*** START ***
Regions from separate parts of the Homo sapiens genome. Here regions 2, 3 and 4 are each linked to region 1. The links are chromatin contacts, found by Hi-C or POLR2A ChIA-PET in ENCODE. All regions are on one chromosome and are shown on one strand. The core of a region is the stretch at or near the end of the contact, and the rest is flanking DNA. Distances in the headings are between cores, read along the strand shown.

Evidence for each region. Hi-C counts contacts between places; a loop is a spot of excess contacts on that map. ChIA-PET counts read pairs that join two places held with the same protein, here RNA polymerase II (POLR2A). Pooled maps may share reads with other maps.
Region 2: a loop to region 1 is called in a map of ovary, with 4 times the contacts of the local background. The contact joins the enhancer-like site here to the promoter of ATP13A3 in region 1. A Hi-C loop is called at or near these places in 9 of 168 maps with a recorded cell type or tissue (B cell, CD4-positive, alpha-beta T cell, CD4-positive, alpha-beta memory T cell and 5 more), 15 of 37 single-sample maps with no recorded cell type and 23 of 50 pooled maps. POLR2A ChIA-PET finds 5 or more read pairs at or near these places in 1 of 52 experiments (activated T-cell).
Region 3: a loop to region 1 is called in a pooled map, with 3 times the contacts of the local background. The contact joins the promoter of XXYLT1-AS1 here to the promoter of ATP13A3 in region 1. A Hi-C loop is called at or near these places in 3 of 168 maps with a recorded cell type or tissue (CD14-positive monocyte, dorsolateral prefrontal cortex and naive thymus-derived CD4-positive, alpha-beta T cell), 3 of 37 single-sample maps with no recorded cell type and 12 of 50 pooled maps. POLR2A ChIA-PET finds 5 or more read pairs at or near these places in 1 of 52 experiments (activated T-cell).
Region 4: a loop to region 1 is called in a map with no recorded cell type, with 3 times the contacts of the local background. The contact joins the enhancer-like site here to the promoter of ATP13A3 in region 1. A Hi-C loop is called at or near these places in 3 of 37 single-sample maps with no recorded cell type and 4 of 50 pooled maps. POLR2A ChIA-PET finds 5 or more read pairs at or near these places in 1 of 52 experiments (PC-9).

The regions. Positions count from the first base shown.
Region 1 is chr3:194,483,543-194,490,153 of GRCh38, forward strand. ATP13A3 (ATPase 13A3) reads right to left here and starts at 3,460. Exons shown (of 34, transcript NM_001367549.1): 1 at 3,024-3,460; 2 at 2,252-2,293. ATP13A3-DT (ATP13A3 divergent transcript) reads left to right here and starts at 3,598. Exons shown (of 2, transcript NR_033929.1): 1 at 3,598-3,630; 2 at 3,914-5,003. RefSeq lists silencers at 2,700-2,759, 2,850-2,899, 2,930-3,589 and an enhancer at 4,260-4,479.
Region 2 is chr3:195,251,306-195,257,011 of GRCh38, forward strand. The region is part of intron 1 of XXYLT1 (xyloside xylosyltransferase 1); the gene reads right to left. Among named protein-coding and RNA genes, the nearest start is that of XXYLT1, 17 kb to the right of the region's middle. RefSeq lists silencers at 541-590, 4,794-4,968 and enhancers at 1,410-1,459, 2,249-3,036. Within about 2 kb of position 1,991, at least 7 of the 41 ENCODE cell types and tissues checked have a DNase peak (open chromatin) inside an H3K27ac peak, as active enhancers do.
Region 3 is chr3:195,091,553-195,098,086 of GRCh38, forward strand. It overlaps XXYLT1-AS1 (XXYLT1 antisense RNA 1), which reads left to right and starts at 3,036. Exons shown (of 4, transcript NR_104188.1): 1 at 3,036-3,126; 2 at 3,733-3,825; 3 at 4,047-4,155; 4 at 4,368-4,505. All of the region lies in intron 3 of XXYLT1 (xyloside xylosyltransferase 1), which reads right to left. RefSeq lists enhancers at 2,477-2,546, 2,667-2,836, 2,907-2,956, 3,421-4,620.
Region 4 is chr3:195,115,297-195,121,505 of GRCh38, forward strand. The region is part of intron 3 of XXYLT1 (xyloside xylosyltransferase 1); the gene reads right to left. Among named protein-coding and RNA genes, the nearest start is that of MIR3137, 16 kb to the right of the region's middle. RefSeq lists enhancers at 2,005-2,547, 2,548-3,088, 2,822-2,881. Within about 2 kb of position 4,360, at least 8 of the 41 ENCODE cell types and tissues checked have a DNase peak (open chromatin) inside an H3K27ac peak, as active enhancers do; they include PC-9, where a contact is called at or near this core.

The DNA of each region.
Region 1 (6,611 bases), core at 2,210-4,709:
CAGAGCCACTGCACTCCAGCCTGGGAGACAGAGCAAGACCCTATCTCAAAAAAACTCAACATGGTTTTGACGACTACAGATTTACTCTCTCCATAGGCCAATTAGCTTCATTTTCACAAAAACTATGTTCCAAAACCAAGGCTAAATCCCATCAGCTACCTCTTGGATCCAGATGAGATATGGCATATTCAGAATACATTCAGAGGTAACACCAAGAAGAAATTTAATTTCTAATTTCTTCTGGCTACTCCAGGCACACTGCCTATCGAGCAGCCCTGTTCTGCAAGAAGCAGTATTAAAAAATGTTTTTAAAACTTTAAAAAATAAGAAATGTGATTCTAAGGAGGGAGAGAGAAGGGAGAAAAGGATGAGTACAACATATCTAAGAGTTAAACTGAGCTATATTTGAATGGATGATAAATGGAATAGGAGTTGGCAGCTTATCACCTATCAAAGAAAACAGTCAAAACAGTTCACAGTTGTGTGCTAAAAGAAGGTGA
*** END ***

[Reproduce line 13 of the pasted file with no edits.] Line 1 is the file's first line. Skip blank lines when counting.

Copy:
CAGAGCCACTGCACTCCAGCCTGGGAGACAGAGCAAGACCCTATCTCAAAAAAACTCAACATGGTTTTGACGACTACAGATTTACTCTCTCCATAGGCCAATTAGCTTCATTTTCACAAAAACTATGTTCCAAAACCAAGGCTAAATCCCATCAGCTACCTCTTGGATCCAGATGAGATATGGCATATTCAGAATACATTCAGAGGTAACACCAAGAAGAAATTTAATTTCTAATTTCTTCTGGCTACTCCAGGCACACTGCCTATCGAGCAGCCCTGTTCTGCAAGAAGCAGTATTAAAAAATGTTTTTAAAACTTTAAAAAATAAGAAATGTGATTCTAAGGAGGGAGAGAGAAGGGAGAAAAGGATGAGTACAACATATCTAAGAGTTAAACTGAGCTATATTTGAATGGATGATAAATGGAATAGGAGTTGGCAGCTTATCACCTATCAAAGAAAACAGTCAAAACAGTTCACAGTTGTGTGCTAAAAGAAGGTGA